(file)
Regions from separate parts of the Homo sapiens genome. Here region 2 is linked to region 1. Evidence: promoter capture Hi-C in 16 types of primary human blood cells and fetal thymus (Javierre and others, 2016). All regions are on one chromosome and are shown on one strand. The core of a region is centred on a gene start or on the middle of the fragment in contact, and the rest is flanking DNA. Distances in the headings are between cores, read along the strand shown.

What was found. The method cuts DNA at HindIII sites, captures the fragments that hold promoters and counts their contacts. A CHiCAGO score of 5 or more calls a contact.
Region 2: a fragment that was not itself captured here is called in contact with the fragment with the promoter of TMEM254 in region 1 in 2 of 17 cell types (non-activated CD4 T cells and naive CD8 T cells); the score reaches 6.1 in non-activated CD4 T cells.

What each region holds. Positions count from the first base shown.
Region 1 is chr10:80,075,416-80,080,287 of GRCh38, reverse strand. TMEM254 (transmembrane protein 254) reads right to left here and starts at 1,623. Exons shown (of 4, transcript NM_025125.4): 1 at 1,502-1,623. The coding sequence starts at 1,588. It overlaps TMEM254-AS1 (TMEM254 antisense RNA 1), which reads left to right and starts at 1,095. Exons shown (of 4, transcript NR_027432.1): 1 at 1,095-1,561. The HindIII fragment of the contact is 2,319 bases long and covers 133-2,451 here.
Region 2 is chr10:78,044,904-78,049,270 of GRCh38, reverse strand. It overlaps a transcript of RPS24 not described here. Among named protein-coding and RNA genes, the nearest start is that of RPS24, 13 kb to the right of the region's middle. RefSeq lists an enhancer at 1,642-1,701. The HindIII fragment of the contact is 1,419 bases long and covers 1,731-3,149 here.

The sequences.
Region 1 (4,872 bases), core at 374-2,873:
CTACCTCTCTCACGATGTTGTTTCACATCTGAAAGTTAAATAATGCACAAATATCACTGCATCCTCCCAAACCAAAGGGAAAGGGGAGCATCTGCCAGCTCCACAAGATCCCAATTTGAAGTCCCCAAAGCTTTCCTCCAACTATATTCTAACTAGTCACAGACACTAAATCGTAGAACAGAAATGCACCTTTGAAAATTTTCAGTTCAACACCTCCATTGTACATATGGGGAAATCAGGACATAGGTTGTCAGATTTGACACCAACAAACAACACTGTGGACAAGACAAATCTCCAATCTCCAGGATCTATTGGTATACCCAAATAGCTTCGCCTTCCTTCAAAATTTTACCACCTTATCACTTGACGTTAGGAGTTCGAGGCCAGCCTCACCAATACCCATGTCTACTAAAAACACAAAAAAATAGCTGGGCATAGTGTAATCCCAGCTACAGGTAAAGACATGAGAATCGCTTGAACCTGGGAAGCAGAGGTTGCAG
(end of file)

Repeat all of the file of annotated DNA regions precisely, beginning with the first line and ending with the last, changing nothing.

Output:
Regions from separate parts of the Homo sapiens genome. Here region 2 is linked to region 1. Evidence: promoter capture Hi-C in 16 types of primary human blood cells and fetal thymus (Javierre and others, 2016). All regions are on one chromosome and are shown on one strand. The core of a region is centred on a gene start or on the middle of the fragment in contact, and the rest is flanking DNA. Distances in the headings are between cores, read along the strand shown.

What was found. The method cuts DNA at HindIII sites, captures the fragments that hold promoters and counts their contacts. A CHiCAGO score of 5 or more calls a contact.
Region 2: a fragment that was not itself captured here is called in contact with the fragment with the promoter of TMEM254 in region 1 in 2 of 17 cell types (non-activated CD4 T cells and naive CD8 T cells); the score reaches 6.1 in non-activated CD4 T cells.

What each region holds. Positions count from the first base shown.
Region 1 is chr10:80,075,416-80,080,287 of GRCh38, reverse strand. TMEM254 (transmembrane protein 254) reads right to left here and starts at 1,623. Exons shown (of 4, transcript NM_025125.4): 1 at 1,502-1,623. The coding sequence starts at 1,588. It overlaps TMEM254-AS1 (TMEM254 antisense RNA 1), which reads left to right and starts at 1,095. Exons shown (of 4, transcript NR_027432.1): 1 at 1,095-1,561. The HindIII fragment of the contact is 2,319 bases long and covers 133-2,451 here.
Region 2 is chr10:78,044,904-78,049,270 of GRCh38, reverse strand. It overlaps a transcript of RPS24 not described here. Among named protein-coding and RNA genes, the nearest start is that of RPS24, 13 kb to the right of the region's middle. RefSeq lists an enhancer at 1,642-1,701. The HindIII fragment of the contact is 1,419 bases long and covers 1,731-3,149 here.

The sequences.
Region 1 (4,872 bases), core at 374-2,873:
CTACCTCTCTCACGATGTTGTTTCACATCTGAAAGTTAAATAATGCACAAATATCACTGCATCCTCCCAAACCAAAGGGAAAGGGGAGCATCTGCCAGCTCCACAAGATCCCAATTTGAAGTCCCCAAAGCTTTCCTCCAACTATATTCTAACTAGTCACAGACACTAAATCGTAGAACAGAAATGCACCTTTGAAAATTTTCAGTTCAACACCTCCATTGTACATATGGGGAAATCAGGACATAGGTTGTCAGATTTGACACCAACAAACAACACTGTGGACAAGACAAATCTCCAATCTCCAGGATCTATTGGTATACCCAAATAGCTTCGCCTTCCTTCAAAATTTTACCACCTTATCACTTGACGTTAGGAGTTCGAGGCCAGCCTCACCAATACCCATGTCTACTAAAAACACAAAAAAATAGCTGGGCATAGTGTAATCCCAGCTACAGGTAAAGACATGAGAATCGCTTGAACCTGGGAAGCAGAGGTTGCAG